We have examined the other exceptions noted by defendant during the trial and brought forward in his assignments of error, and find no sufficient ground upon which to disturb the result reached below.

No Error.

BARNHILL, Justice (dissenting).

The defendant has apparently committed very reprehensible crimes for which, no doubt, he will be punished, either under the former trial and sentence affirmed by this Court or upon a conviction on a new trial. For that reason it is with sincere regret that I enter my dissent to the majority opinion. However, I entertain a deep conviction that no man should suffer the loss of his liberty except upon his conviction in a trial free from substantial error.

To quote from the majority opinion: "While there is similarity in some respects between larceny and embezzlement, they are distinct offenses * * * to constitute larceny there must be a wrongful taking and carrying away of the personal property of another without his consent, *234 and this must be done with felonious intent * * *. It involves a trespass either actual or constructive. The taker must have had the intent to steal at the time he unlawfully takes the property from the owner's possession by an act of trespass. * * * The embezzlement statute makes criminal the fraudulent conversion of personal property by one occupying some position of trust or some fiduciary relationship as specified in the statute. The person accused must have been entrusted with and received into his possession lawfully the personal property of another, and thereafter with felonious intent must have fraudulently converted the property to his own use. * * * In embezzlement the possession of the property is acquired lawfully by virtue of the fiduciary relationship and thereafter the felonious intent and fraudulent conversion enter in to make the act of appropriation a crime. * * * To constitute embezzlement the defendant must have been the agent, employee or servant of Stallworth and as such entrusted by Stallworth with the possession of Stallworth's property for Stallworth, and the defendant must have thereafter fraudulently and with felonious intent converted the property to his own use."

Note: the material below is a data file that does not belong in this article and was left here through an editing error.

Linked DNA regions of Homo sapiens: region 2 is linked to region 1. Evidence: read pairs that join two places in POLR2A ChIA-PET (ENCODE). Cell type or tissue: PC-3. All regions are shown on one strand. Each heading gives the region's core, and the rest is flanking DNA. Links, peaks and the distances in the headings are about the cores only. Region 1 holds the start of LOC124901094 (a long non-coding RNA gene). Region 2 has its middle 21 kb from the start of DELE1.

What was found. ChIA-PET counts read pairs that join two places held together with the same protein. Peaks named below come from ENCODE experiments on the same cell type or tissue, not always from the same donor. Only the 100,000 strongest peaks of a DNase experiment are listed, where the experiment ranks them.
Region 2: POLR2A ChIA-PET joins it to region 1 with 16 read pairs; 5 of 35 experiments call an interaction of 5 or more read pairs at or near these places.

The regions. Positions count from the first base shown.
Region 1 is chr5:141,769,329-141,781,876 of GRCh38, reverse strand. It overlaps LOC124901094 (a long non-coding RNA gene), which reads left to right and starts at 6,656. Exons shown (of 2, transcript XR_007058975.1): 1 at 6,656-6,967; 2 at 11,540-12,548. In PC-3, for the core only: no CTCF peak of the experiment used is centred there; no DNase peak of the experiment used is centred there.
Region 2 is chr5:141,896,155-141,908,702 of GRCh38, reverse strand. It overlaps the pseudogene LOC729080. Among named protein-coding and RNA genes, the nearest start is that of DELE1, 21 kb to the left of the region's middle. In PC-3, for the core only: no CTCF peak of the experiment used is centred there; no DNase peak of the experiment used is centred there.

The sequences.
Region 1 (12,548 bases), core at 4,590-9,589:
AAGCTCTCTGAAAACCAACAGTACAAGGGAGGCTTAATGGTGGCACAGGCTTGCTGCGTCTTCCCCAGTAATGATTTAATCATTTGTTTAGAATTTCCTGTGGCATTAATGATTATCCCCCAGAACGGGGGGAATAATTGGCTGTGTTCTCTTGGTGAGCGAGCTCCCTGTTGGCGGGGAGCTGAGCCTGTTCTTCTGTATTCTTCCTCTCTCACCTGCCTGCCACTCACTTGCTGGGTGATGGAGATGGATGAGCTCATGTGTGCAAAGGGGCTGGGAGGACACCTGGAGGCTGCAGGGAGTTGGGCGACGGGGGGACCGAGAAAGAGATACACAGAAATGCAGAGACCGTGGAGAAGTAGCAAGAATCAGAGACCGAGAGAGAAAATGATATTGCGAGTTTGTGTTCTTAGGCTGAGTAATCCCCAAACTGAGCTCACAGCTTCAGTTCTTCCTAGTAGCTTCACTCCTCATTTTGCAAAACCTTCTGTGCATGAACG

Thus it appears that the jury by its verdicts on four of the bills of indictment has found that defendant acquired possession of the money involved in each of the four instances by an actual asportation, that he did actually take and carry away the personal property of another without his consent, with the felonious intent to deprive the owner of his property and to appropriate it to his use, fraudulently. On the other four companion bills of indictment the jury has found that the defendant was the agent of the four prosecuting witnesses, and that he lawfully received the money from each and everyone of them as agent, and that he thereafter, while acting in the capacity of an agent, feloniously appropriated the money to his own use.

If the defendant received the sums of money involved from the four prosecuting witnesses lawfully as their agent, he cannot be guilty of larceny. The jury has found that he did so receive it. If he feloniously took, stole, and carried away the property of the four prosecuting witnesses with felonious intent, as the jury said he did, he did not receive it lawfully as agent of the several prosecuting witnesses. Therefore, upon that finding, he cannot be guilty upon the finding of embezzlement.

It follows that we affirm the conviction of a defendant in a case where the jury has found facts which are irreconcilable with his guilt on the charge of larceny. He received the money lawfully. This being true, there could be no larceny.

The sentences were divided into four groups. In the first he was sentenced for larceny and embezzlement. In the second, an additional sentence was imposed on both bills, to start at the expiration of the first. The other two sentences were for both charges with like provision. So then, each day the defendant remains in the penitentiary he will be serving a sentence for larceny and a sentence for embezzlement.

In short, the jury found that defendant, in four instances, did steal by trick the property of another. It likewise found that in each of said instances he embezzled the identical property while it was committed to his care as an agent of the prosecuting witness. Thus the jury has found that in each instance the defendant came lawfully into possession of the property involved. At the same time it found that the acquisition of possession was unlawful. This produces an irreconcilable conflict in the verdicts, which, in my opinion, necessitates a new trial. I so vote.

DENNY and ERVIN, JJ., concur in dissent.